“In 1988, Presbyterians prepared another study titled ‘Is Christ Divided?’ This emphasized the variety of God’s gifts and the need to value different experiences and expressions of Christian faith, hope, and love in order to remain together for the sake of the Presbyterian family and the whole Christian community.”

While it took over a century, these Presbyterian denominations were able to overcome their historical division caused by the Civil War. This kind of visible witness of the re-membering of the Body of Christ required great courage and integrity, sacrifice and compromise, sensitivity and listening on the part of everyone involved. Today, the Presbyterian Church (U.S.A.) stands as a witness to the power of reconciliation over division.

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Contacts and Resources for Conflict Resolution
The University of North Carolina at Greensboro has a Conflict Studies and Dispute Resolution program in which students can receive a certificate or masters degree either residentially or online. Their mission is to create positive peace and humanitarian human values in civil societies by transforming conflict into constructive nonviolent action.
The Association for Conflict Resolution (ACR) is a professional organization dedicated to enhancing the practice and public understanding of conflict resolution. ACR represents and serves a diverse national and international audience that includes more than 6,000 mediators, arbitrators, facilitators, educators, and others involved in the field of conflict resolution and collaborative decision-making. Anyone interested in the field of conflict resolution is welcome to join.
The mission of the Center for Congregational Health in Winston-Salem is to assist congregations in becoming healthier communities of faith. The Center provides consultants and trained leaders to assist congregations in meeting ongoing challenges and opportunities in a changing world. The Center strives to serve by: 1) guiding – helping congregations and their leaders know what to do, 2) healing – helping congregations and leaders through conflict that may accompany change, and 3) growing—helping congregations and leaders prepare for and experience growth in their ministries.
The Alban Institute is an independent center of learning and leadership development with a focus on congregations. Located in greater Washington, D.C., Alban is a not-for-profit, membership organization that develops and shares knowledge through consulting, publishing, research, and education programs.
The Fellowship of Reconciliation (FOR) envisions a world of justice, peace, and freedom. It is a revolutionary vision of a beloved community where differences are respected, conflicts are addressed nonviolently, oppressive structures are dismantled, and where people live in harmony with the earth, nurtured by diverse spiritual traditions that foster compassion, solidarity, and reconciliation. FOR seeks to replace violence, war, racism, and economic injustice with nonviolence, peace, and justice. As a part of the International Fellowship of Reconciliation (IFOR), which has affiliates in over 40 countries, they are an interfaith organization committed to active nonviolence as a trans- forming way of life and as a means of radical change.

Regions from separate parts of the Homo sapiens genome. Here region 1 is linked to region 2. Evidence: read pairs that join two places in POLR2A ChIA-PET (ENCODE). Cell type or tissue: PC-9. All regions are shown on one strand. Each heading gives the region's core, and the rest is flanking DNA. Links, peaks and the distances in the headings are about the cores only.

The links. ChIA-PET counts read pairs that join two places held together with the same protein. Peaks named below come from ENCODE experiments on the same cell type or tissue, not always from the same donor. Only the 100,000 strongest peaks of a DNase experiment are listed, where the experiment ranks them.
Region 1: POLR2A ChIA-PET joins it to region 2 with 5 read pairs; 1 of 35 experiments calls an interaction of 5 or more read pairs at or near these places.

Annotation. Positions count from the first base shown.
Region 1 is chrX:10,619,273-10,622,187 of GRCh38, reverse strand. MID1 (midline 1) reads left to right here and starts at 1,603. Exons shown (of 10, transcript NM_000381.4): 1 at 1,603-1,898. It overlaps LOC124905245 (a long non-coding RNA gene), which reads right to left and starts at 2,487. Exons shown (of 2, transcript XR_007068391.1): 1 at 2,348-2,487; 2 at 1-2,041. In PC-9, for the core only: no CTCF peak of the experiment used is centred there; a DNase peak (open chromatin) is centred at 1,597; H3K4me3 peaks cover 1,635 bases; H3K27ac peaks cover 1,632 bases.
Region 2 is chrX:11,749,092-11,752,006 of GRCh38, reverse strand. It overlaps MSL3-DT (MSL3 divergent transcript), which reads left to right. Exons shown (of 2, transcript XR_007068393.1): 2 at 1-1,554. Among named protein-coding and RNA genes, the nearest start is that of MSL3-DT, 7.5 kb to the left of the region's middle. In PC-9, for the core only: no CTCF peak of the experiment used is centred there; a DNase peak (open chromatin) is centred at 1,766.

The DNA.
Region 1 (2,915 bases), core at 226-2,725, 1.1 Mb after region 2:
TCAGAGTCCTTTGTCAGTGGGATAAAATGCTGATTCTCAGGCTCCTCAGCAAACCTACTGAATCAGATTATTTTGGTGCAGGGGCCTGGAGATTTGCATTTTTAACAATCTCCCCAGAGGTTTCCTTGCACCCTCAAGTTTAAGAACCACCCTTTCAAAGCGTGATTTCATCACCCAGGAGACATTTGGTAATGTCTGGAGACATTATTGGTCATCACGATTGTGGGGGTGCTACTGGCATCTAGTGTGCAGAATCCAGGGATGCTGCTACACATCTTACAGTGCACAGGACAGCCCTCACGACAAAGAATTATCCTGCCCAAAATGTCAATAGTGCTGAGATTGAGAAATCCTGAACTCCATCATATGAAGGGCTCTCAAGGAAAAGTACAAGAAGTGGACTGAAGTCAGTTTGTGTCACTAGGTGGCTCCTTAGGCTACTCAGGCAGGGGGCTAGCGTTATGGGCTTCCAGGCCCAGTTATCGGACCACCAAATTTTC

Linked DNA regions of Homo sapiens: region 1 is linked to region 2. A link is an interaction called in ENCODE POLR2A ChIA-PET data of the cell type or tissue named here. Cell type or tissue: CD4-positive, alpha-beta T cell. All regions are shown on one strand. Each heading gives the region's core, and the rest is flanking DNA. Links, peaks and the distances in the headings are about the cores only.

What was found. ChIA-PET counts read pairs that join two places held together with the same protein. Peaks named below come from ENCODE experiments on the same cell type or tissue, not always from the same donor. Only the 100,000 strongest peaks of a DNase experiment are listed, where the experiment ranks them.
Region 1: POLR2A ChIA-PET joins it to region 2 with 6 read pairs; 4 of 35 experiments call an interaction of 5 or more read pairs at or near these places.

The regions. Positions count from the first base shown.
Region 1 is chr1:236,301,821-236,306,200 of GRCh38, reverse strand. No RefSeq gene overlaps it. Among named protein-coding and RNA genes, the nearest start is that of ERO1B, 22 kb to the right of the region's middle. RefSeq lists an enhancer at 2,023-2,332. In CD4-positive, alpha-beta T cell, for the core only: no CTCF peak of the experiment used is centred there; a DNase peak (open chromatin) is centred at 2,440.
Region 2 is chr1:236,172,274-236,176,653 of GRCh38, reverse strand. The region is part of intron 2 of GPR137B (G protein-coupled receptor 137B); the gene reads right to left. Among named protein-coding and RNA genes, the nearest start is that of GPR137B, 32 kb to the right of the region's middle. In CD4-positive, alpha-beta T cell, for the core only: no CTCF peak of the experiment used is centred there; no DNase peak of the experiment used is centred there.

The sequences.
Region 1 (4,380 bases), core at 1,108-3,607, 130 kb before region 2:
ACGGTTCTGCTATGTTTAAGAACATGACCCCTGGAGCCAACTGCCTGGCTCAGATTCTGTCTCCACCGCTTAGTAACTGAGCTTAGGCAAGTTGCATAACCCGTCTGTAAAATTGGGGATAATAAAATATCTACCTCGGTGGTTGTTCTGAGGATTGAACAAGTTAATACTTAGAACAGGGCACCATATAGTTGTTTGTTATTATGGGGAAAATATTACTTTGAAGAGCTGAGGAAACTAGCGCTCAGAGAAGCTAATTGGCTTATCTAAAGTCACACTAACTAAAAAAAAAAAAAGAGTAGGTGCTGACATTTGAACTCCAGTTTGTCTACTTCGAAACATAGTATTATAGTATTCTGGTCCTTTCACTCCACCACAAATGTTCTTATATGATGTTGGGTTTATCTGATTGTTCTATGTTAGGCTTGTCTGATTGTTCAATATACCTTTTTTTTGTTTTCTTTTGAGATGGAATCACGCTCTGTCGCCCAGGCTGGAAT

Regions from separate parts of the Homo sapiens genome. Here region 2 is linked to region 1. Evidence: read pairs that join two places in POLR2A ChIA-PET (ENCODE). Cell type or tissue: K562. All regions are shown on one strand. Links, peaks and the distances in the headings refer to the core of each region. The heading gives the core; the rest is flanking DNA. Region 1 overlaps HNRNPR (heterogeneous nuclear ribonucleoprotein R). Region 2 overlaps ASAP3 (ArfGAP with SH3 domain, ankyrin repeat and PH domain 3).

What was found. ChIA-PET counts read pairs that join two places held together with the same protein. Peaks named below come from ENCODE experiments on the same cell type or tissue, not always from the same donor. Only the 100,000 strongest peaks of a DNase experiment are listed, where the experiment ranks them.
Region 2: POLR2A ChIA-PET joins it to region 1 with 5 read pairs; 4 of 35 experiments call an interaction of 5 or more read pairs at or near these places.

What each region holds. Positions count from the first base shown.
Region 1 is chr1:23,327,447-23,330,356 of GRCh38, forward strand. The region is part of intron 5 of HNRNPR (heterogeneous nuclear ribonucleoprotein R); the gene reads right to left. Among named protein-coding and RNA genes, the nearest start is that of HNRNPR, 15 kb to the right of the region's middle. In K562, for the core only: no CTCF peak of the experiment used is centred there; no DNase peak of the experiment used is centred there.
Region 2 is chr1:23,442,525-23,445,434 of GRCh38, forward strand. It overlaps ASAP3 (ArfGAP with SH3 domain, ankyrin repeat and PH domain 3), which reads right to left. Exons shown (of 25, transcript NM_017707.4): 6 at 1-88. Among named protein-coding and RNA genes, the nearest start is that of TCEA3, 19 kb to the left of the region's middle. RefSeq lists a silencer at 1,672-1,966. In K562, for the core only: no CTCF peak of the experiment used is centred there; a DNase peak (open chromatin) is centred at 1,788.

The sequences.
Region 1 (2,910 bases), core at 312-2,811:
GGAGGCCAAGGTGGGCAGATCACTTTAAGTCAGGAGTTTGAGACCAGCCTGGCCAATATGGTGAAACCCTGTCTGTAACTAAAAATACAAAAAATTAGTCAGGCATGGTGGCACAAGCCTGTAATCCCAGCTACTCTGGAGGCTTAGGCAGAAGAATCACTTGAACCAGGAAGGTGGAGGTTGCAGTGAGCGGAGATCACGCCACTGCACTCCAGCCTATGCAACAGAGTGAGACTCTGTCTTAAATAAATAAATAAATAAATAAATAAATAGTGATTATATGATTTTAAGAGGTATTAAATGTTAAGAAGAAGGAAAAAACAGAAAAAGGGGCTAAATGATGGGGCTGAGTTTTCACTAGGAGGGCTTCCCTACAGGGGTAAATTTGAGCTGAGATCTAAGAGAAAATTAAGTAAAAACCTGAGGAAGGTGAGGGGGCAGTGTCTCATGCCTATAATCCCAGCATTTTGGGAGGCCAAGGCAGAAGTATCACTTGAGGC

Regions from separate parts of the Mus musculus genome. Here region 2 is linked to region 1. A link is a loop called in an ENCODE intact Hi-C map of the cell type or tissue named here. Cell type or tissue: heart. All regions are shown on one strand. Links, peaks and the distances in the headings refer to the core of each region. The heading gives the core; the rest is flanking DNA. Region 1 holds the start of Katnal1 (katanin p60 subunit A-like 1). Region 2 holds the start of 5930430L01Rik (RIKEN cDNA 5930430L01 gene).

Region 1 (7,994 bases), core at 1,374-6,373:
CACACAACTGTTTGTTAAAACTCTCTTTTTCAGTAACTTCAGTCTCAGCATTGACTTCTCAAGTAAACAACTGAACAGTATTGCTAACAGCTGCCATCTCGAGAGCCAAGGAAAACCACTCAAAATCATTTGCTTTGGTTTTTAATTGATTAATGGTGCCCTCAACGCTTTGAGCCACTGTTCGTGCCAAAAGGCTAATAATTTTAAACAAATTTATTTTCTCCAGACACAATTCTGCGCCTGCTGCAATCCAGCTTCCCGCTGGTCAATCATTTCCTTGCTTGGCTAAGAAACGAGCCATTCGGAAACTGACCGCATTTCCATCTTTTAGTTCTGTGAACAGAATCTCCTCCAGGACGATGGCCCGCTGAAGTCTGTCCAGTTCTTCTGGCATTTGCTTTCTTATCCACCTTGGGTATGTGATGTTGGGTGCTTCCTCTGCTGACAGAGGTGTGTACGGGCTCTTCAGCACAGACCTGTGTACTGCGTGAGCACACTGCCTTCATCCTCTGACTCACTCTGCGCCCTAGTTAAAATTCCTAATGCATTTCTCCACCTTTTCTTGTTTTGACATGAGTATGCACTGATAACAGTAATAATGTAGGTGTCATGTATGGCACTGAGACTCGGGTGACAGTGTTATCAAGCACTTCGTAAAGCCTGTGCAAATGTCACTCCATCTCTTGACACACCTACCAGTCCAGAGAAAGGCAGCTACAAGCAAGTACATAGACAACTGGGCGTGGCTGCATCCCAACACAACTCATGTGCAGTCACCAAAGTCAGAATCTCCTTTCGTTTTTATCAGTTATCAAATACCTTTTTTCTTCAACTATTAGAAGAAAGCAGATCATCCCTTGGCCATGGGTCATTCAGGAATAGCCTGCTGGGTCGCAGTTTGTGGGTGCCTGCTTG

Striving To Reduce Youth Violence Everywhere (STRYVE) is a national initiative, led by the Centers for Disease Control and Prevention (CDC), which takes a public health approach to preventing youth violence before it starts. To support this effort, STRYVE Online provides communities with the knowledge and resources to be successful in preventing youth violence.
Christian Peacemaker Teams (CPT) arose from a call in 1984 for Christians to devote the same discipline and self-sacrifice to nonviolent peacemaking that armies devote to war. Enlisting the whole church in an organized, nonviolent alternative to war, today CPT places violence-reduction teams in crisis situations and militarized areas around the world at the invitation of local peace and human rights workers. CPT embraces the vision of unarmed intervention waged by committed peacemakers ready to risk injury and death in bold attempts to transform lethal conflict through the nonviolent power of God’s truth and love. Initiated by Mennonites, Brethren, and Quakers with broad ecumenical participation, CPT’s ministry of Biblically-based and spiritually-centered peacemaking emphasizes creative public witness, nonviolent direct action, and protection of human rights.
War and civil strife continue to be the most significant impediments to sustainable development and basic human rights. Devastation from such conflicts has impoverished countries in every major region, in many cases wiping out the achievements of decades of development. The Conflict Resolution Program of the Carter Center focuses on preventing, resolving, and ending armed conflict. Other Carter Center programs work on post-conflict peacebuilding. The program monitors many of the world’s armed conflicts to better understand their histories, the primary actors involved, disputed issues, and efforts being made to resolve them.

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Conflict Resolution for Churches?

By Colin Patterson, Assistant Director
© 2006, Bridge Builders, St Peter-le-Poer Church, Albion Avenue, London N10 1AQ

Not a Side Issue
Why should churches be interested in the practice of conflict resolution? Well, put at its most basic, any body of people would be better off not being damaged by internal disputes, wouldn’t they? Even simple self-interest suggests that it’s worth trying to resolve conflict. But churches can go further than that.